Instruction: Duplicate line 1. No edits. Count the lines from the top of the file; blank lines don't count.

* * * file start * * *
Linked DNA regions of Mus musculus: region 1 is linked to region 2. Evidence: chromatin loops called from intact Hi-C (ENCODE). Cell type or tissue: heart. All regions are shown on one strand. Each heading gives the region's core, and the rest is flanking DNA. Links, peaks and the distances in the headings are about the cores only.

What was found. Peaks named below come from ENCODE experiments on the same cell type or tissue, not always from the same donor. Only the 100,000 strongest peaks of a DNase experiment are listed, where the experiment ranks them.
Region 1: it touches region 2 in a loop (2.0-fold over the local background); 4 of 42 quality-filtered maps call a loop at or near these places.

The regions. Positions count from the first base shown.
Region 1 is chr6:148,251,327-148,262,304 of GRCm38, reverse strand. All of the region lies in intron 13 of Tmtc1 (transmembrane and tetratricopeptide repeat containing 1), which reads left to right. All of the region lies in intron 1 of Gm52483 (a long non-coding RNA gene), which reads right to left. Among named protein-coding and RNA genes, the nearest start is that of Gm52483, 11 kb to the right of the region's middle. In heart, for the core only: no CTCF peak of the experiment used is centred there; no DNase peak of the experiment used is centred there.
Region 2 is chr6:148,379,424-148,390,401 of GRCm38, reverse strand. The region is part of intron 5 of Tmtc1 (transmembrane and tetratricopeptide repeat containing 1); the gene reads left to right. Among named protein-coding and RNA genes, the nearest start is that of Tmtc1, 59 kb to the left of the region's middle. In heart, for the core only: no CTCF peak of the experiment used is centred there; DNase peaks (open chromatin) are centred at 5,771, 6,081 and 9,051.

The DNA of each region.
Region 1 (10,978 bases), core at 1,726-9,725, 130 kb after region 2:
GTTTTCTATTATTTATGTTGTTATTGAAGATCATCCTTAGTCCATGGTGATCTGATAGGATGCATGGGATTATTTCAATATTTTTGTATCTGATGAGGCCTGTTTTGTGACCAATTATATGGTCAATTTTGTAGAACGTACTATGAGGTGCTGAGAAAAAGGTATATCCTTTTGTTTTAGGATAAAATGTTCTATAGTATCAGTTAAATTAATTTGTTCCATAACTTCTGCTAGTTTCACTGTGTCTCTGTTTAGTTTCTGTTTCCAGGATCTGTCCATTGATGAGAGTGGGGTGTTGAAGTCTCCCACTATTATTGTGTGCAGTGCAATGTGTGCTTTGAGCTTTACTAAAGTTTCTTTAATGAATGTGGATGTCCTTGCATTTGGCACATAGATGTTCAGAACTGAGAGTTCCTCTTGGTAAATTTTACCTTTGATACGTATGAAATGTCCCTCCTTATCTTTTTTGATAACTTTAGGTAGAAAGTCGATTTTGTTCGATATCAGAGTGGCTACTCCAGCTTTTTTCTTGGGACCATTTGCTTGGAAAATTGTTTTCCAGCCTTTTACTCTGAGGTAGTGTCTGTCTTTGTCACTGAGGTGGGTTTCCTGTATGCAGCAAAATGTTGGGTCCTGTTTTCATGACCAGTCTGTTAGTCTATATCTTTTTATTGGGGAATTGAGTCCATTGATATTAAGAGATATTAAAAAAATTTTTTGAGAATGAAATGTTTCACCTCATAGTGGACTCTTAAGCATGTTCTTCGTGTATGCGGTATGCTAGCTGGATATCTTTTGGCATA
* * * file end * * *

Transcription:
Linked DNA regions of Mus musculus: region 1 is linked to region 2. Evidence: chromatin loops called from intact Hi-C (ENCODE). Cell type or tissue: heart. All regions are shown on one strand. Each heading gives the region's core, and the rest is flanking DNA. Links, peaks and the distances in the headings are about the cores only.